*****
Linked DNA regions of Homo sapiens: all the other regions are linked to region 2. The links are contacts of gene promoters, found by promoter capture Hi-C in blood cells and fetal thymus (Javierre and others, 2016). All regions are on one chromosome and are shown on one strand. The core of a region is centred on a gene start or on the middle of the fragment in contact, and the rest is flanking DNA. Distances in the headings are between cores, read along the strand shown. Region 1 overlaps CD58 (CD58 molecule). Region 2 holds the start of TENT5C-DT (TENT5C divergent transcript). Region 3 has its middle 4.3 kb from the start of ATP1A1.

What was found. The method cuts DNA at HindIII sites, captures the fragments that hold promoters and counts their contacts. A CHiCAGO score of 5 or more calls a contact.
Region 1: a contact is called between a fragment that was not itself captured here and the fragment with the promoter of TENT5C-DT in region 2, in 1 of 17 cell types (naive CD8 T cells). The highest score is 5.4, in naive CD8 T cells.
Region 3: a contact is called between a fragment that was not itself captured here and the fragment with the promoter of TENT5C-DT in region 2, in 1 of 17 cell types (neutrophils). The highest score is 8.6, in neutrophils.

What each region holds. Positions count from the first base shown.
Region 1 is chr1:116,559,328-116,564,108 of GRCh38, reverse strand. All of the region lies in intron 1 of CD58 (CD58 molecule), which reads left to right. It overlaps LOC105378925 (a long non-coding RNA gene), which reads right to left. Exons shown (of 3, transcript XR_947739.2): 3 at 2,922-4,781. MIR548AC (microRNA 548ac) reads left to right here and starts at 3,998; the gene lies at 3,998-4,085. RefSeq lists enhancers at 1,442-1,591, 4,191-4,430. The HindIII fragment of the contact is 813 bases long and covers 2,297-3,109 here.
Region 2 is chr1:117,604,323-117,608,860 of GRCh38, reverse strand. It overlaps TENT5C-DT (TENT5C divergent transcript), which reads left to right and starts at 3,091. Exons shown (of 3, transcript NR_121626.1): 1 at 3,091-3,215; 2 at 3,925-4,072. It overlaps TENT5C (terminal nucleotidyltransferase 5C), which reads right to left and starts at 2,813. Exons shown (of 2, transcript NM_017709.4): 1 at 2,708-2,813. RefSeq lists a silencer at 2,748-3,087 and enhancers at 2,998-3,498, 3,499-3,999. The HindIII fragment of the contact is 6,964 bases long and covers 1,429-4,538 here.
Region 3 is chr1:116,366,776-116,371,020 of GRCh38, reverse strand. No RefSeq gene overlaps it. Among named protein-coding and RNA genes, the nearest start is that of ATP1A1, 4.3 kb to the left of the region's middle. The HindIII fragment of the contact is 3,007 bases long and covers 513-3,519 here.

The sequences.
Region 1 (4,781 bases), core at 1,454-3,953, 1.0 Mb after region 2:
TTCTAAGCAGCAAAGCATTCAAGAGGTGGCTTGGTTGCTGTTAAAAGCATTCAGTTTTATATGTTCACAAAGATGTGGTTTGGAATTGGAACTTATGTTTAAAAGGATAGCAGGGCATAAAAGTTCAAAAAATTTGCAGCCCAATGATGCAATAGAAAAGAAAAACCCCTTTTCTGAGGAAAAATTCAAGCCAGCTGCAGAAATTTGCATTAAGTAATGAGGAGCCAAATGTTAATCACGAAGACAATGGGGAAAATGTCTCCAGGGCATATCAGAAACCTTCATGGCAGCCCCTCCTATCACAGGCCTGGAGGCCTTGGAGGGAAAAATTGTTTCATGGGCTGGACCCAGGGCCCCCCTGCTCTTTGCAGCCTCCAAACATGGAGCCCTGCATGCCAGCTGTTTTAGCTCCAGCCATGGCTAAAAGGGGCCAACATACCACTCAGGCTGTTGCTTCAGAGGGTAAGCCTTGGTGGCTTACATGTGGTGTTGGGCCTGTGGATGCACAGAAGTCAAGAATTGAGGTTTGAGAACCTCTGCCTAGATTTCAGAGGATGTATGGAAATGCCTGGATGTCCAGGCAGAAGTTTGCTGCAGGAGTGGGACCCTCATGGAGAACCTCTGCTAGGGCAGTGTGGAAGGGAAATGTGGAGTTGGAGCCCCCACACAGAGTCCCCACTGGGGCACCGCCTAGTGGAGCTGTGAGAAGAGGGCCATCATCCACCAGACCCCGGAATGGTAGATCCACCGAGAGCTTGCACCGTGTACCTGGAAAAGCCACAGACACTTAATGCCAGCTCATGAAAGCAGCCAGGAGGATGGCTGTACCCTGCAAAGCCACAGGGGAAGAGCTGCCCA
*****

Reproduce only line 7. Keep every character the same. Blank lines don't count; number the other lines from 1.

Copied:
Region 2 is chr1:117,604,323-117,608,860 of GRCh38, reverse strand. It overlaps TENT5C-DT (TENT5C divergent transcript), which reads left to right and starts at 3,091. Exons shown (of 3, transcript NR_121626.1): 1 at 3,091-3,215; 2 at 3,925-4,072. It overlaps TENT5C (terminal nucleotidyltransferase 5C), which reads right to left and starts at 2,813. Exons shown (of 2, transcript NM_017709.4): 1 at 2,708-2,813. RefSeq lists a silencer at 2,748-3,087 and enhancers at 2,998-3,498, 3,499-3,999. The HindIII fragment of the contact is 6,964 bases long and covers 1,429-4,538 here.